A pre-dessert of Crème Catalan/pear granita/pine sugar does not work in our opinion, too much contrast between the two main components, and the pine fails to shine (ask this guy for how to extract flavour from pine, we still remember his aromatic and balsamic pannacottas after years!).
Turning to desserts, Banana/Lapsang tea/Coconut/saffron/condensed milk had a very delicate Lapsang flavour, we’d have expected it to be more assertive. It was a very good and beautiful dessert, and well crafted, yet lacking a killer punch.
The other dessert is a sumptuously vertical Walnut whip, with an icecream that isn’t too convincing for us, while the ‘mousse’, let’s say, of the main element and its base jump at you from the plate.
Truffles follow as petit fours. Now these delivered the (PX) killer punch!
The (overstaffed) service, which struck us as slightly stiff in the beginning, is in fact composed of good chums; they just have a French style, poor guys. All very competent, except a young and clueless waitress who, when asked about the cooking of a venison, spent about ten seconds muttering ‘the venison…the venison…let me think…’ and then struck by a sudden inspiration came out with: ‘I think it’s finished sous vide’. Now that’s an idea. She promised to ask somebody but she never did. It was clear that she didn’t give a toss about the dishes and we think that for this reason she should not be allowed to go near the customers.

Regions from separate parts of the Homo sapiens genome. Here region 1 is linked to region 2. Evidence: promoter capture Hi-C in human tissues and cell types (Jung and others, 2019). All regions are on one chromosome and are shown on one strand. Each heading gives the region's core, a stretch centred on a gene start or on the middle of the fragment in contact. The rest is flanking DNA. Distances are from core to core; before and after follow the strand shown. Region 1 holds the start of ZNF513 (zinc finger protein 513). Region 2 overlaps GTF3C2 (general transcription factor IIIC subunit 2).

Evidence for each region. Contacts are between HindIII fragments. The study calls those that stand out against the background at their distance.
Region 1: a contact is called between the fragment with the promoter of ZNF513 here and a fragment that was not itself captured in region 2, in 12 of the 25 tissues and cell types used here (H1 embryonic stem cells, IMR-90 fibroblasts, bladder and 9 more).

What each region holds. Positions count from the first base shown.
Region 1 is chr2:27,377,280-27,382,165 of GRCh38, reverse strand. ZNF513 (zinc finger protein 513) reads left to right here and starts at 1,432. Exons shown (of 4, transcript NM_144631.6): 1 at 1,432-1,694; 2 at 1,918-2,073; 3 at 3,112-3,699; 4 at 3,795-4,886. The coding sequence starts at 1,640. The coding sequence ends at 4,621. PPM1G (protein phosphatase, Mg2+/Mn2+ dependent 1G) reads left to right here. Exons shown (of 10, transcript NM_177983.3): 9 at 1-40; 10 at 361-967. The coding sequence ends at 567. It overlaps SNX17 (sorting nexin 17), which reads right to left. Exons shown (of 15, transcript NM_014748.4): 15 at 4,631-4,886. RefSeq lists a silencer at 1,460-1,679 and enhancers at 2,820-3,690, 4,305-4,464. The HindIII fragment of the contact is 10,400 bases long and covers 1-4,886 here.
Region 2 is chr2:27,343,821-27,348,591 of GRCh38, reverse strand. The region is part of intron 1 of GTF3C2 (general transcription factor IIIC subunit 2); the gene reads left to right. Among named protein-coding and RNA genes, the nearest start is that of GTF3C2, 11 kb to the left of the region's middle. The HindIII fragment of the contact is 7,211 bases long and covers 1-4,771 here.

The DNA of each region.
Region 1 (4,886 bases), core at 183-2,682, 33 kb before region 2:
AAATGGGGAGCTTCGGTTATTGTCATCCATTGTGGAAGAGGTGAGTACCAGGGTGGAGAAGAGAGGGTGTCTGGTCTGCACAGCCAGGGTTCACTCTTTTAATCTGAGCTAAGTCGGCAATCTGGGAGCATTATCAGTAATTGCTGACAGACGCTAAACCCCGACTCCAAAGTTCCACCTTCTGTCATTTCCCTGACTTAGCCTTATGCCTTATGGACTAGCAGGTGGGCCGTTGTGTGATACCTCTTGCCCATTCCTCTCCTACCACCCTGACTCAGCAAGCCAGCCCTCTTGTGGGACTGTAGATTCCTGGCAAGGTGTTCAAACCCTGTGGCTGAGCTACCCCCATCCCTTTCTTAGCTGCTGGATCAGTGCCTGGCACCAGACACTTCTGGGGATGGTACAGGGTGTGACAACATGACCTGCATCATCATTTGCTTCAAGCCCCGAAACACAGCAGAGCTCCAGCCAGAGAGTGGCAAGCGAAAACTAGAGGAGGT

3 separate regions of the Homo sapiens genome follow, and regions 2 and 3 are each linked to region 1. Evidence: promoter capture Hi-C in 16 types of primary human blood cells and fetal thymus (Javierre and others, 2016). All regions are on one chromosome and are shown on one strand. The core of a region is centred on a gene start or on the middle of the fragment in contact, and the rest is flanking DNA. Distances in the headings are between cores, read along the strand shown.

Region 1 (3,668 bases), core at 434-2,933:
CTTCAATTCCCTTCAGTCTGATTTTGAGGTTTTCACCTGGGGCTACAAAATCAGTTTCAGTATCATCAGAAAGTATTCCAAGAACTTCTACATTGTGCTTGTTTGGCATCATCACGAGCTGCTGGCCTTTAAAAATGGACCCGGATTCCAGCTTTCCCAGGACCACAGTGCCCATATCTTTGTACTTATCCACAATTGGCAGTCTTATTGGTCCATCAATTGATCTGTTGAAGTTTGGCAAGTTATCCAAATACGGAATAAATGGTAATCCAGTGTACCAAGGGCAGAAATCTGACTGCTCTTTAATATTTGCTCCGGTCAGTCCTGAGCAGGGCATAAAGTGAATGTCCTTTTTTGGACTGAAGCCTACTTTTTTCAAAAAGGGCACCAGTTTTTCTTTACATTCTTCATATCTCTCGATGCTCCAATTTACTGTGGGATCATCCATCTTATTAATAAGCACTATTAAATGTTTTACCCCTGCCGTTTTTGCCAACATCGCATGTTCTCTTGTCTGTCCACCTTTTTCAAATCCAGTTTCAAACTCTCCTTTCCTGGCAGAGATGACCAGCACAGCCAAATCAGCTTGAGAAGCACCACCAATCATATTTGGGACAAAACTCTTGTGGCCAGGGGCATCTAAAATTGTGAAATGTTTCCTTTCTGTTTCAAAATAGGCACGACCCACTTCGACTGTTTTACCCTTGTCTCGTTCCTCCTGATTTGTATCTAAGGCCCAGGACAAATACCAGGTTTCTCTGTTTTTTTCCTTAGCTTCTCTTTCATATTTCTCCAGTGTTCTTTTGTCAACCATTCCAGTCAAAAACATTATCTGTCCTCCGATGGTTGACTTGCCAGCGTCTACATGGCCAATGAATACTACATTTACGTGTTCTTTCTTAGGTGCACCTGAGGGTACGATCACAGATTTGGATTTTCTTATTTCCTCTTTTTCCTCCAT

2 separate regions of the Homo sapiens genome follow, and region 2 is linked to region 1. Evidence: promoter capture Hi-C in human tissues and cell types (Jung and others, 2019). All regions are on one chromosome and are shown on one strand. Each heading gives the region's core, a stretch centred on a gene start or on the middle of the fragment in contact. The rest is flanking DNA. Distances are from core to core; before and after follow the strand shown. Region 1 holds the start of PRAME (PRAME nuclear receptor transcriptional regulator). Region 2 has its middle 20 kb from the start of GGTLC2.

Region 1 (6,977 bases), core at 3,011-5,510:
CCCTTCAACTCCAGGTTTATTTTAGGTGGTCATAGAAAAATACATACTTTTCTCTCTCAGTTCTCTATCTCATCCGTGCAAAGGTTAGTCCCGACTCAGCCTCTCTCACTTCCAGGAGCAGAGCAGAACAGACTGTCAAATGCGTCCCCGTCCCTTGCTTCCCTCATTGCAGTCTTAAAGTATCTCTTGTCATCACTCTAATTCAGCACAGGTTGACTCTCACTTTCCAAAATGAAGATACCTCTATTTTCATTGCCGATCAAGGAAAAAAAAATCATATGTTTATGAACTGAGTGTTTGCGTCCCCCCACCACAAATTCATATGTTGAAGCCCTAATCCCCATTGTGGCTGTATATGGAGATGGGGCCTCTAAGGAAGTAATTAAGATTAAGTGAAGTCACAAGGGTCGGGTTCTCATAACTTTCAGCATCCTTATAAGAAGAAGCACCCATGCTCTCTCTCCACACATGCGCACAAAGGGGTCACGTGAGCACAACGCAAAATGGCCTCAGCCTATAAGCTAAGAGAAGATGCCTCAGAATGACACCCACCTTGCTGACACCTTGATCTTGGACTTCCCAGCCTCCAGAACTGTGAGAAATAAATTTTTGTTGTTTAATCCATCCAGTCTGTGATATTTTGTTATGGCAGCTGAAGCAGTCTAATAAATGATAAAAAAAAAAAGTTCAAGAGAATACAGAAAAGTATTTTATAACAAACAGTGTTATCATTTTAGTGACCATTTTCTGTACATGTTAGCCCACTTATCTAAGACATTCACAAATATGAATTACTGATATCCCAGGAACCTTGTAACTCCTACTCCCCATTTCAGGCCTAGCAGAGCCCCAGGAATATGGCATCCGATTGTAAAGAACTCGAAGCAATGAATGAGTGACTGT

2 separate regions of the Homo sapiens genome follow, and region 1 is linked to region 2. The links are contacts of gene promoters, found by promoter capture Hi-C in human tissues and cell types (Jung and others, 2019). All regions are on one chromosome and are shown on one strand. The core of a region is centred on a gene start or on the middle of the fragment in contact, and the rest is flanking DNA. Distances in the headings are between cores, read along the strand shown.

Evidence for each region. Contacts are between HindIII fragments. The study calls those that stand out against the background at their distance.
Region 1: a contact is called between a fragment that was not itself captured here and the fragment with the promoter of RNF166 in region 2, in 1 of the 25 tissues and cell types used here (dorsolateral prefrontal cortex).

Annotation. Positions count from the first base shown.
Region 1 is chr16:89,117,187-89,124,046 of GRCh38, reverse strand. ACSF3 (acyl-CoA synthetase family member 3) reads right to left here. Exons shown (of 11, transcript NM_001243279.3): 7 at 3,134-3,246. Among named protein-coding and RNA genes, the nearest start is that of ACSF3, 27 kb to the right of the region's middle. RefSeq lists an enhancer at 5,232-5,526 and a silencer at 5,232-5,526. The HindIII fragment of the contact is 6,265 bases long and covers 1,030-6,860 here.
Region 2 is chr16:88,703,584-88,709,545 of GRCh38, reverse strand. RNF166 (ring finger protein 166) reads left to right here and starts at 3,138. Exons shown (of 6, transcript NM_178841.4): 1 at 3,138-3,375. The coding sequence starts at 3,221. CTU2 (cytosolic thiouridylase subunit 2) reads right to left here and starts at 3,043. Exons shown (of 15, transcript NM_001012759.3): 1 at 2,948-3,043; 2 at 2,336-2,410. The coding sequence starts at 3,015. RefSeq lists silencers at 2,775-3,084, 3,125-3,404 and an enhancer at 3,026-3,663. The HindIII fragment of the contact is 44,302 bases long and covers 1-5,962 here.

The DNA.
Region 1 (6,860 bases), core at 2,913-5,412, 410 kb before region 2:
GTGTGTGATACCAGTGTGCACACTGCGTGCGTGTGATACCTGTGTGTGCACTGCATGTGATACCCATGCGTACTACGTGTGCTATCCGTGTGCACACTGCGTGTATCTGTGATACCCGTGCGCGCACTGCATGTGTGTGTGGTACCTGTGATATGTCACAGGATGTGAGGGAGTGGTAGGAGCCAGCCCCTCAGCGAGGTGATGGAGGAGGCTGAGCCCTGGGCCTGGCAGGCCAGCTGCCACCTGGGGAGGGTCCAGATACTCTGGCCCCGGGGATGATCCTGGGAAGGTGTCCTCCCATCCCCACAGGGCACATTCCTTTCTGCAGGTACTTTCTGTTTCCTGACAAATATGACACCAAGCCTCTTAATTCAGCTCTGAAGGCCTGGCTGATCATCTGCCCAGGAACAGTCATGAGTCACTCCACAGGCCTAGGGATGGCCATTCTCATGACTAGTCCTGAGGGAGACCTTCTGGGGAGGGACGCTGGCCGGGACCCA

Three courses are (for now) £45, with the option of a fully vegetarian one, and there are tasting menus at £55. So, price-wise, Alyn Williams is a clear winner on most competition at this (high) level.
Yet there is some skimping on some ingredient amounts, we feel, which may partially detract from the fullness of the experience, and explain our strange feelings about our lunch. We ask ourselves: did we like everything? And the answer is yes. Not one poor dish (and by poor we mean Michelin-star standard poor). Was anything banal? You’re joking. The level of technique and inventiveness here is high indeed.
And were we well-treated? Extremely.
But what was truly memorable? Honestly, only the nibbles, notably the gougeres and the petit fours, and the sweetbread. All the rest was clever, ingenious and very cleanly presented. The desserts especially, but everything really, showed exquisite technique. But for us most flavours were simply too polite. Even the temperatures were too timid. So, admirable, yes; memorable, no, at least for us and least on this occasion. Perhaps what we missed here was the directness and clarity we found for example at Petrus, a recently visited restaurant of similar class that also delivers highly accomplished cuisine. Anyway, we definitely feel we should return to try other appealing dishes by Alyn Williams (his menu is a pleasure to read), and also to get to the bottom of why such well-crafted creations failed to elicit screams of pleasure from us. Sometimes it happens that one only ‘gets’ it the second time, especially when the cooking is as subtle as this, and let’s not exclude the very real possibility that we are a bit slow of understanding.